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About this time four years ago, I was wringing my hands over what to say in a pair of what-if year-end appeal templates.
The “what if” giving me pause was imagining a Trump victory in the upcoming election, an outcome that many thought improbable at the time. But I was in the midst of a fascinating research project on fundraising within the LGBTQ movement, and we needed to be prepared for either possibility so that the appeals for four LGBTQ community centers could drop quickly after election night.
A core question of the LGBT Giving Project*—a nearly decade-long study of what motivates LGBTQ donors to give to the movement and what keeps others from donating at all—was whether any “magic” messaging might inspire new or increased contributions.
Building on some of the project’s prior research, we’d been using surveys and A/B appeals to feel out how distinctions in messaging for a cohort of community centers played with current donors, lapsed donors, and folks who had never given.
In 2015, we’d found that current donors were more likely to respond and gave higher average gifts if they received an appeal that described their local community center as the “heart and hub” of LGBTQ life, a welcoming place for the entire community.
Those who had never given, however, were more motivated by messaging that highlighted the community center as a nexus for activism and a leader in the fight against the discrimination and violence the LGBTQ community faces.
So as the 2016 election approached, I was drafting four appeals so that we could further test those early findings—a community-focused appeal framed around a Clinton victory, an activist-toned Clinton-victory appeal, and the same pair of frameworks in the context of a Trump win.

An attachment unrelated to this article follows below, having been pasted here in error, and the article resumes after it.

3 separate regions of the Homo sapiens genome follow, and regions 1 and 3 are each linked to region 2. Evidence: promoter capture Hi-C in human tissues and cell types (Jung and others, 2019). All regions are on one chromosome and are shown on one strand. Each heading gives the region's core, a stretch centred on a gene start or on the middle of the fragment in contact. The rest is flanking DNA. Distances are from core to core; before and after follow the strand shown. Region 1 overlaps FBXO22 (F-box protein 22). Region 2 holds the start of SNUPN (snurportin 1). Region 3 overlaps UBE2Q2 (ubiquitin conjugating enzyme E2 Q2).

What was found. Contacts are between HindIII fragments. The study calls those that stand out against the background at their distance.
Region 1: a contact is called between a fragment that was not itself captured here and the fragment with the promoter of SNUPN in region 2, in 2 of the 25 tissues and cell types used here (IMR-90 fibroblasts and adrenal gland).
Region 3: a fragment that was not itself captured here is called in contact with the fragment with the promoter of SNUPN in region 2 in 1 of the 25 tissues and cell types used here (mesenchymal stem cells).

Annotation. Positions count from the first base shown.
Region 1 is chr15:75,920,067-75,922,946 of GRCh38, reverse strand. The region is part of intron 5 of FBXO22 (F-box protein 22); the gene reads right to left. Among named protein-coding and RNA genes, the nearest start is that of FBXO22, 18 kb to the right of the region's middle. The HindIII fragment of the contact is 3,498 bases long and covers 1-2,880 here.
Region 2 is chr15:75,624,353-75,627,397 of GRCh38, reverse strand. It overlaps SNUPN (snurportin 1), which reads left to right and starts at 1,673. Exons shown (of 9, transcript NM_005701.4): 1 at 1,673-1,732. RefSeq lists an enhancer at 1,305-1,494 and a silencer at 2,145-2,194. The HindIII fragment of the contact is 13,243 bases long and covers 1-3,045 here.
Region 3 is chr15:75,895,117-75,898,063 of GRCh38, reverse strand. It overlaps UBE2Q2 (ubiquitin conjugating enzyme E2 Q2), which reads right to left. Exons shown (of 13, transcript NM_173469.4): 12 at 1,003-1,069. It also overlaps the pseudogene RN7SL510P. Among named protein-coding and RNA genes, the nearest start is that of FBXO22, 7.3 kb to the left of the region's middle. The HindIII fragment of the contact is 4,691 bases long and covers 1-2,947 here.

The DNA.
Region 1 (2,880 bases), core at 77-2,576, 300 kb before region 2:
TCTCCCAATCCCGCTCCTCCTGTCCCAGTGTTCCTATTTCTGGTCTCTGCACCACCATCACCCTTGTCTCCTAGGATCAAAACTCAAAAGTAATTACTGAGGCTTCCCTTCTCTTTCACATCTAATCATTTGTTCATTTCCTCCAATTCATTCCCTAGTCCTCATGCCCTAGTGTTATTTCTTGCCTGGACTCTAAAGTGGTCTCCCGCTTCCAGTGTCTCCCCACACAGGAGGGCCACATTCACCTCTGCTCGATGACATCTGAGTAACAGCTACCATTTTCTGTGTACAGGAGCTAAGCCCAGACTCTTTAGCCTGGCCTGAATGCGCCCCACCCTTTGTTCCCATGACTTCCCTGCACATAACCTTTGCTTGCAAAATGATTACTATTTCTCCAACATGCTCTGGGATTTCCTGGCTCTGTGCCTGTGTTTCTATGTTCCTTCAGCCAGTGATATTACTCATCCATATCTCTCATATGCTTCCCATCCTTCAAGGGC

When that pair of Trump appeals went out shortly after the election, I learned what may be an obvious lesson to some: Sometimes it doesn’t really matter what you say; it matters when you say it.
In our post-election appeals, response rates and average gifts soared compared to the prior year, upgrade rates were high, and lapsed donors gave again after years of silence. But any distinction in performance between the two messages we were testing completely disappeared.
Much has been made of the concept of rage giving, as we’ve seen surges of donor support to organizations like the ACLU in response to the 2017 Muslim ban, RAICES in response to family separations at the border, and an outpouring of giving to Black-led organizations in the wake of the murder of George Floyd.
We’ve also seen donors step up in huge numbers in response to the pandemic, with food banks across the country seeing eye-popping numbers of new donors, much like we might see in a disaster-relief effort. What these have in common is organizations making an ask at the right moment when people’s attention is focused and they look to giving as a way to do something amid uncertainty, frustration, or fear.